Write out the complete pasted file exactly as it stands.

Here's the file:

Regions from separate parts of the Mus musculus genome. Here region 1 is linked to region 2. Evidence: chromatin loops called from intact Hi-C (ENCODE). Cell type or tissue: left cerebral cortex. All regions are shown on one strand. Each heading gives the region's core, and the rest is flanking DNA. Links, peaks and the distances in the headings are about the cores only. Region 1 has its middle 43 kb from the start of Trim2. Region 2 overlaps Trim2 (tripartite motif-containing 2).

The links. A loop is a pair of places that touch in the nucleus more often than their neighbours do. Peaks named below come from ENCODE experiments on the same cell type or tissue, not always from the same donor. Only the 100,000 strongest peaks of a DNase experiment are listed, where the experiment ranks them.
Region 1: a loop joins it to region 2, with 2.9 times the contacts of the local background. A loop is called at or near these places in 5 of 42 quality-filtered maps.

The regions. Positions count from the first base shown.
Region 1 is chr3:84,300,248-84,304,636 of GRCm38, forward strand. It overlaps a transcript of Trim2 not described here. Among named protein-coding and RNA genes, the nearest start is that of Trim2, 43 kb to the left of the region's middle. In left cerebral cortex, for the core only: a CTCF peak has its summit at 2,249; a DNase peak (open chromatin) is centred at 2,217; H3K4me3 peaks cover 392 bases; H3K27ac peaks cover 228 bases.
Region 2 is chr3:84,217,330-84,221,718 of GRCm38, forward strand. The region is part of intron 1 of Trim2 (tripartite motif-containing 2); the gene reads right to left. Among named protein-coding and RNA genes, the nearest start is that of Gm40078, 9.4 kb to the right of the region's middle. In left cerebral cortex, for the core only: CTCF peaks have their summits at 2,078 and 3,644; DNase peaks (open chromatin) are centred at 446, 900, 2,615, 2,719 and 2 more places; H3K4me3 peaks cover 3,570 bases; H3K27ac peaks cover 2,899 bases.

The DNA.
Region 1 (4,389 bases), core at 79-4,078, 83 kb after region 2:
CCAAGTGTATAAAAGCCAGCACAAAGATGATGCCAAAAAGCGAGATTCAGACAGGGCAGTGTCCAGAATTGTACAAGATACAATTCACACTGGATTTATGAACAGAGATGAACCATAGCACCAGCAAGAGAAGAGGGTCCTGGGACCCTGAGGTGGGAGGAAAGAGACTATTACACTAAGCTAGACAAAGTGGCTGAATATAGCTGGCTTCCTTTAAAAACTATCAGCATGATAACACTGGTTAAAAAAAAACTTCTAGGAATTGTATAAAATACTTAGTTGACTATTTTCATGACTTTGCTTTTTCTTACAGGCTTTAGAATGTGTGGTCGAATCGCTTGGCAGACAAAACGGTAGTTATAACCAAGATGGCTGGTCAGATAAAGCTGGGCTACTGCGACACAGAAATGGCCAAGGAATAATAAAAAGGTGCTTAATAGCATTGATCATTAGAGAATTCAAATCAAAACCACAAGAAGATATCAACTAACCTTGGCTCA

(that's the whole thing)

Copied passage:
Regions from separate parts of the Mus musculus genome. Here region 1 is linked to region 2. Evidence: chromatin loops called from intact Hi-C (ENCODE). Cell type or tissue: left cerebral cortex. All regions are shown on one strand. Each heading gives the region's core, and the rest is flanking DNA. Links, peaks and the distances in the headings are about the cores only. Region 1 has its middle 43 kb from the start of Trim2. Region 2 overlaps Trim2 (tripartite motif-containing 2).

The links. A loop is a pair of places that touch in the nucleus more often than their neighbours do. Peaks named below come from ENCODE experiments on the same cell type or tissue, not always from the same donor. Only the 100,000 strongest peaks of a DNase experiment are listed, where the experiment ranks them.
Region 1: a loop joins it to region 2, with 2.9 times the contacts of the local background. A loop is called at or near these places in 5 of 42 quality-filtered maps.

The regions. Positions count from the first base shown.
Region 1 is chr3:84,300,248-84,304,636 of GRCm38, forward strand. It overlaps a transcript of Trim2 not described here. Among named protein-coding and RNA genes, the nearest start is that of Trim2, 43 kb to the left of the region's middle. In left cerebral cortex, for the core only: a CTCF peak has its summit at 2,249; a DNase peak (open chromatin) is centred at 2,217; H3K4me3 peaks cover 392 bases; H3K27ac peaks cover 228 bases.
Region 2 is chr3:84,217,330-84,221,718 of GRCm38, forward strand. The region is part of intron 1 of Trim2 (tripartite motif-containing 2); the gene reads right to left. Among named protein-coding and RNA genes, the nearest start is that of Gm40078, 9.4 kb to the right of the region's middle. In left cerebral cortex, for the core only: CTCF peaks have their summits at 2,078 and 3,644; DNase peaks (open chromatin) are centred at 446, 900, 2,615, 2,719 and 2 more places; H3K4me3 peaks cover 3,570 bases; H3K27ac peaks cover 2,899 bases.

The DNA.
Region 1 (4,389 bases), core at 79-4,078, 83 kb after region 2:
CCAAGTGTATAAAAGCCAGCACAAAGATGATGCCAAAAAGCGAGATTCAGACAGGGCAGTGTCCAGAATTGTACAAGATACAATTCACACTGGATTTATGAACAGAGATGAACCATAGCACCAGCAAGAGAAGAGGGTCCTGGGACCCTGAGGTGGGAGGAAAGAGACTATTACACTAAGCTAGACAAAGTGGCTGAATATAGCTGGCTTCCTTTAAAAACTATCAGCATGATAACACTGGTTAAAAAAAAACTTCTAGGAATTGTATAAAATACTTAGTTGACTATTTTCATGACTTTGCTTTTTCTTACAGGCTTTAGAATGTGTGGTCGAATCGCTTGGCAGACAAAACGGTAGTTATAACCAAGATGGCTGGTCAGATAAAGCTGGGCTACTGCGACACAGAAATGGCCAAGGAATAATAAAAAGGTGCTTAATAGCATTGATCATTAGAGAATTCAAATCAAAACCACAAGAAGATATCAACTAACCTTGGCTCA